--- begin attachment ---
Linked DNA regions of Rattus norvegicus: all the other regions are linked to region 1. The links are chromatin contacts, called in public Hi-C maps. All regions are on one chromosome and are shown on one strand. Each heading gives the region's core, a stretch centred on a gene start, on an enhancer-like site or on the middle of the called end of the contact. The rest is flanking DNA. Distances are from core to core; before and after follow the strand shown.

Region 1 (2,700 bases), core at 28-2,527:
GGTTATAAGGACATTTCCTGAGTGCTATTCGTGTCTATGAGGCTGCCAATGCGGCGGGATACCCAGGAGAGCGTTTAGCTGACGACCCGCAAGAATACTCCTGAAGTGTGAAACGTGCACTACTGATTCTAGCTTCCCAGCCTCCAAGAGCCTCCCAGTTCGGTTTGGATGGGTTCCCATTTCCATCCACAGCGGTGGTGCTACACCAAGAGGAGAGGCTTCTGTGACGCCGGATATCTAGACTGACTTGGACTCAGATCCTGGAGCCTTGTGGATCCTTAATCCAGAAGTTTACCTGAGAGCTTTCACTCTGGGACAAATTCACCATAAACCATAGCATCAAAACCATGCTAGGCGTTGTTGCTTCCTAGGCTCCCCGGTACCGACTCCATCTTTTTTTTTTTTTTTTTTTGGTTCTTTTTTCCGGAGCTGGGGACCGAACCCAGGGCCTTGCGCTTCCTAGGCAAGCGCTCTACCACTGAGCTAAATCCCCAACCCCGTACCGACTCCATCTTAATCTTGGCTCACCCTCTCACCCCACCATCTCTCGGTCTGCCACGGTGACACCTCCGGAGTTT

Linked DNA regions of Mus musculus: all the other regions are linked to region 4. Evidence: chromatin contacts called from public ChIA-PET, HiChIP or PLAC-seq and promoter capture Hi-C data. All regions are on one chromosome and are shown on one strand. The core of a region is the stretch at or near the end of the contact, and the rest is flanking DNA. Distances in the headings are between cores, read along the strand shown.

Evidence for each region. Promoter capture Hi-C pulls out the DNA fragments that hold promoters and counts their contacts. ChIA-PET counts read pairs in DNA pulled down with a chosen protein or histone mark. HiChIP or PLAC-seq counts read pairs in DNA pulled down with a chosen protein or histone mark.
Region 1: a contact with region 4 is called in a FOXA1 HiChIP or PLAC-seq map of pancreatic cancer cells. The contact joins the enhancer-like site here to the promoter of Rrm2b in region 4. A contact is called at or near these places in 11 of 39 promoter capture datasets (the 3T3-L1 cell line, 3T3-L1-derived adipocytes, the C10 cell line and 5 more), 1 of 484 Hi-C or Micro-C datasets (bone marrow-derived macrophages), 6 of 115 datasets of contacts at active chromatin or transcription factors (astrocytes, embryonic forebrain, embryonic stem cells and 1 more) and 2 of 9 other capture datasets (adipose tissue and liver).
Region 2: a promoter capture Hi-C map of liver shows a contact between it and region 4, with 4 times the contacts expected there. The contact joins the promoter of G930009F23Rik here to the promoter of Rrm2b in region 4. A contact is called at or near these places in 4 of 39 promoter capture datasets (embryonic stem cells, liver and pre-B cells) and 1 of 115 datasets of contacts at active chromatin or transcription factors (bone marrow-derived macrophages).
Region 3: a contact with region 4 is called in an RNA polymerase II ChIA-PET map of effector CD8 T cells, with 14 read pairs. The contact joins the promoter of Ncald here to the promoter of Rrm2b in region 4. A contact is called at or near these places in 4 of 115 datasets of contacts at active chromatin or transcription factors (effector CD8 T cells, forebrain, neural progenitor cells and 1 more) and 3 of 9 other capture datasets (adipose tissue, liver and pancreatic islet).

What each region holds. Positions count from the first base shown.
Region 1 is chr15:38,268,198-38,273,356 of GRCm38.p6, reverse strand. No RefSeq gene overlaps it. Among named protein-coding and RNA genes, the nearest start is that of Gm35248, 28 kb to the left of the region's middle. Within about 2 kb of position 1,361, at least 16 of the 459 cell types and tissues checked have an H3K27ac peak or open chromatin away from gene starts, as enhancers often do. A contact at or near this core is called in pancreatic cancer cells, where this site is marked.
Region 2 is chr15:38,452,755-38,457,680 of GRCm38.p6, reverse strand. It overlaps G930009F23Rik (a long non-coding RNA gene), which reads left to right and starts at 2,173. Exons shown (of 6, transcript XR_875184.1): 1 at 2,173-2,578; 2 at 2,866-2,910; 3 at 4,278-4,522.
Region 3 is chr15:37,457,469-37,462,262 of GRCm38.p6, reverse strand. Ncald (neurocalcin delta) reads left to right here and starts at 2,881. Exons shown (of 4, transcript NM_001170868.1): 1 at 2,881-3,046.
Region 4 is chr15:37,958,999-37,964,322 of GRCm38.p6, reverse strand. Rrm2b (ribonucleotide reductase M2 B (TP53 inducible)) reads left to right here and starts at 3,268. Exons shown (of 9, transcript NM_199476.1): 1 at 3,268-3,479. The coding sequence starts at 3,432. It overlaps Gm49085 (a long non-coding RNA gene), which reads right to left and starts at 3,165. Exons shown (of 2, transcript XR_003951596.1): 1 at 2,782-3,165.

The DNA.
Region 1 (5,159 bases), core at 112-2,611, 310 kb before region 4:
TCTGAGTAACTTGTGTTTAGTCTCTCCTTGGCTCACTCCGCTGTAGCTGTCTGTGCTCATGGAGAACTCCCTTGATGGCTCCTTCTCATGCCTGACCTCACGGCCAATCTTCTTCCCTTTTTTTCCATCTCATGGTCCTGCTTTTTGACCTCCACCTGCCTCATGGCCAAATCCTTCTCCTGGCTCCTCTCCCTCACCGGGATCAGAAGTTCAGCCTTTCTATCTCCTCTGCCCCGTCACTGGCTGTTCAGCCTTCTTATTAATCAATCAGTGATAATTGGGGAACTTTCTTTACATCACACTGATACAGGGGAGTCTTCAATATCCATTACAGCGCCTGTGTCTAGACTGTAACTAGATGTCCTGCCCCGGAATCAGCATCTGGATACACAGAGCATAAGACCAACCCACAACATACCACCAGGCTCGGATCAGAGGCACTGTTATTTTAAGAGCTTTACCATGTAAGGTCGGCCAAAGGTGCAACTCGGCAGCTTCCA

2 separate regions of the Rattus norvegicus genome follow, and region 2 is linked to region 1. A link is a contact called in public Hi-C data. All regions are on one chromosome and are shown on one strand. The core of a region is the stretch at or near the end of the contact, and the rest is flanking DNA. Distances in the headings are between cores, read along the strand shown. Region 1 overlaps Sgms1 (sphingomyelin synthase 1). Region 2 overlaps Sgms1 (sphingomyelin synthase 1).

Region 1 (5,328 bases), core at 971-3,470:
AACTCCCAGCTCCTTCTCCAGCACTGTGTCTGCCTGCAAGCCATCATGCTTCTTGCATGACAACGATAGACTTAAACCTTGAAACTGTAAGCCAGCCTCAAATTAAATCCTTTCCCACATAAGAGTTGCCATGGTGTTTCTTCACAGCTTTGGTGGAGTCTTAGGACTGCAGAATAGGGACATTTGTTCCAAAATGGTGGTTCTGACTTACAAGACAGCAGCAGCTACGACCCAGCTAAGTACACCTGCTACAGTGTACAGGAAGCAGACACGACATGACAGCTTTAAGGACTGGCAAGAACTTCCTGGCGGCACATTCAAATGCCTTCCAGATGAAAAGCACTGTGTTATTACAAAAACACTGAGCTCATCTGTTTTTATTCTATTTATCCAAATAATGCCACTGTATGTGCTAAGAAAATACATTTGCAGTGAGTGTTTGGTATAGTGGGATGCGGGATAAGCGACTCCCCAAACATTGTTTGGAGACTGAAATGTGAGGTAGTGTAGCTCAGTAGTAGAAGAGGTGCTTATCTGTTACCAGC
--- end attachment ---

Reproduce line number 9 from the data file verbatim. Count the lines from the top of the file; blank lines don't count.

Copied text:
What each region holds. Positions count from the first base shown.